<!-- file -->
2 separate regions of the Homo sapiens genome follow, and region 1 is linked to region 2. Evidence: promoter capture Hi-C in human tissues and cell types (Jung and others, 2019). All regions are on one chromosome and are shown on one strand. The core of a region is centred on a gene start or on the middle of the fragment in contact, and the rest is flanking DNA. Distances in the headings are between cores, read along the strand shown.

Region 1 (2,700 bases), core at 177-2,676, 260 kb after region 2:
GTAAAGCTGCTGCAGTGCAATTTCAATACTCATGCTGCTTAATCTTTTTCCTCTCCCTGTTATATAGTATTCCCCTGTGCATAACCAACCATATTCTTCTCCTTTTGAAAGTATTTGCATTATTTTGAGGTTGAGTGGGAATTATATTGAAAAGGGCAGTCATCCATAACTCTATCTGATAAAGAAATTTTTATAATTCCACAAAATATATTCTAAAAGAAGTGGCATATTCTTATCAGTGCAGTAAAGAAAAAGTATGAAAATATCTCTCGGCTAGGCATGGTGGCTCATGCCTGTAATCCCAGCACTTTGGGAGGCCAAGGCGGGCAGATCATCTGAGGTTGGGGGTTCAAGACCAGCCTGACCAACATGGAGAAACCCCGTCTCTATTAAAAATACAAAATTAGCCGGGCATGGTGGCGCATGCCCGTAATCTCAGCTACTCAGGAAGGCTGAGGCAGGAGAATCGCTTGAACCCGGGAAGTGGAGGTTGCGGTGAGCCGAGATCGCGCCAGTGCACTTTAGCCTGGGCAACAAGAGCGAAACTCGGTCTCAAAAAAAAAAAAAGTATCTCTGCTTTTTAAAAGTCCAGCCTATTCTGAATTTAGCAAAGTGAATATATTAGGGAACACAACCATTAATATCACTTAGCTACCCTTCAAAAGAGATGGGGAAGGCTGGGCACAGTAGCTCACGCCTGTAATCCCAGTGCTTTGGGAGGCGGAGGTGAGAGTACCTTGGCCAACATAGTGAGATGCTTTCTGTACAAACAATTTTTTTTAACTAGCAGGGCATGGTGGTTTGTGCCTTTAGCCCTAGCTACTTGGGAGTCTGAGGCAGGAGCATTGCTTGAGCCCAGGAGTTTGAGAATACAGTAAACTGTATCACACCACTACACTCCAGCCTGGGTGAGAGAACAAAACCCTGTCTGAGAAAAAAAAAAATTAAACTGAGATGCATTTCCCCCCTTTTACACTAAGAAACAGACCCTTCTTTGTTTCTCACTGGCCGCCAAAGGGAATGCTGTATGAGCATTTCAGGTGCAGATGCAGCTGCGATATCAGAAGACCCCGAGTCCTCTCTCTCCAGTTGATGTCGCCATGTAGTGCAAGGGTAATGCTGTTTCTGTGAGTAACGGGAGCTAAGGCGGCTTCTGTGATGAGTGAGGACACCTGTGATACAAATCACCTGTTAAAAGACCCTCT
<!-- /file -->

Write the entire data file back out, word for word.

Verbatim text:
2 separate regions of the Homo sapiens genome follow, and region 1 is linked to region 2. Evidence: promoter capture Hi-C in human tissues and cell types (Jung and others, 2019). All regions are on one chromosome and are shown on one strand. The core of a region is centred on a gene start or on the middle of the fragment in contact, and the rest is flanking DNA. Distances in the headings are between cores, read along the strand shown.

Region 1 (2,700 bases), core at 177-2,676, 260 kb after region 2:
GTAAAGCTGCTGCAGTGCAATTTCAATACTCATGCTGCTTAATCTTTTTCCTCTCCCTGTTATATAGTATTCCCCTGTGCATAACCAACCATATTCTTCTCCTTTTGAAAGTATTTGCATTATTTTGAGGTTGAGTGGGAATTATATTGAAAAGGGCAGTCATCCATAACTCTATCTGATAAAGAAATTTTTATAATTCCACAAAATATATTCTAAAAGAAGTGGCATATTCTTATCAGTGCAGTAAAGAAAAAGTATGAAAATATCTCTCGGCTAGGCATGGTGGCTCATGCCTGTAATCCCAGCACTTTGGGAGGCCAAGGCGGGCAGATCATCTGAGGTTGGGGGTTCAAGACCAGCCTGACCAACATGGAGAAACCCCGTCTCTATTAAAAATACAAAATTAGCCGGGCATGGTGGCGCATGCCCGTAATCTCAGCTACTCAGGAAGGCTGAGGCAGGAGAATCGCTTGAACCCGGGAAGTGGAGGTTGCGGTGAGCCGAGATCGCGCCAGTGCACTTTAGCCTGGGCAACAAGAGCGAAACTCGGTCTCAAAAAAAAAAAAAGTATCTCTGCTTTTTAAAAGTCCAGCCTATTCTGAATTTAGCAAAGTGAATATATTAGGGAACACAACCATTAATATCACTTAGCTACCCTTCAAAAGAGATGGGGAAGGCTGGGCACAGTAGCTCACGCCTGTAATCCCAGTGCTTTGGGAGGCGGAGGTGAGAGTACCTTGGCCAACATAGTGAGATGCTTTCTGTACAAACAATTTTTTTTAACTAGCAGGGCATGGTGGTTTGTGCCTTTAGCCCTAGCTACTTGGGAGTCTGAGGCAGGAGCATTGCTTGAGCCCAGGAGTTTGAGAATACAGTAAACTGTATCACACCACTACACTCCAGCCTGGGTGAGAGAACAAAACCCTGTCTGAGAAAAAAAAAAATTAAACTGAGATGCATTTCCCCCCTTTTACACTAAGAAACAGACCCTTCTTTGTTTCTCACTGGCCGCCAAAGGGAATGCTGTATGAGCATTTCAGGTGCAGATGCAGCTGCGATATCAGAAGACCCCGAGTCCTCTCTCTCCAGTTGATGTCGCCATGTAGTGCAAGGGTAATGCTGTTTCTGTGAGTAACGGGAGCTAAGGCGGCTTCTGTGATGAGTGAGGACACCTGTGATACAAATCACCTGTTAAAAGACCCTCT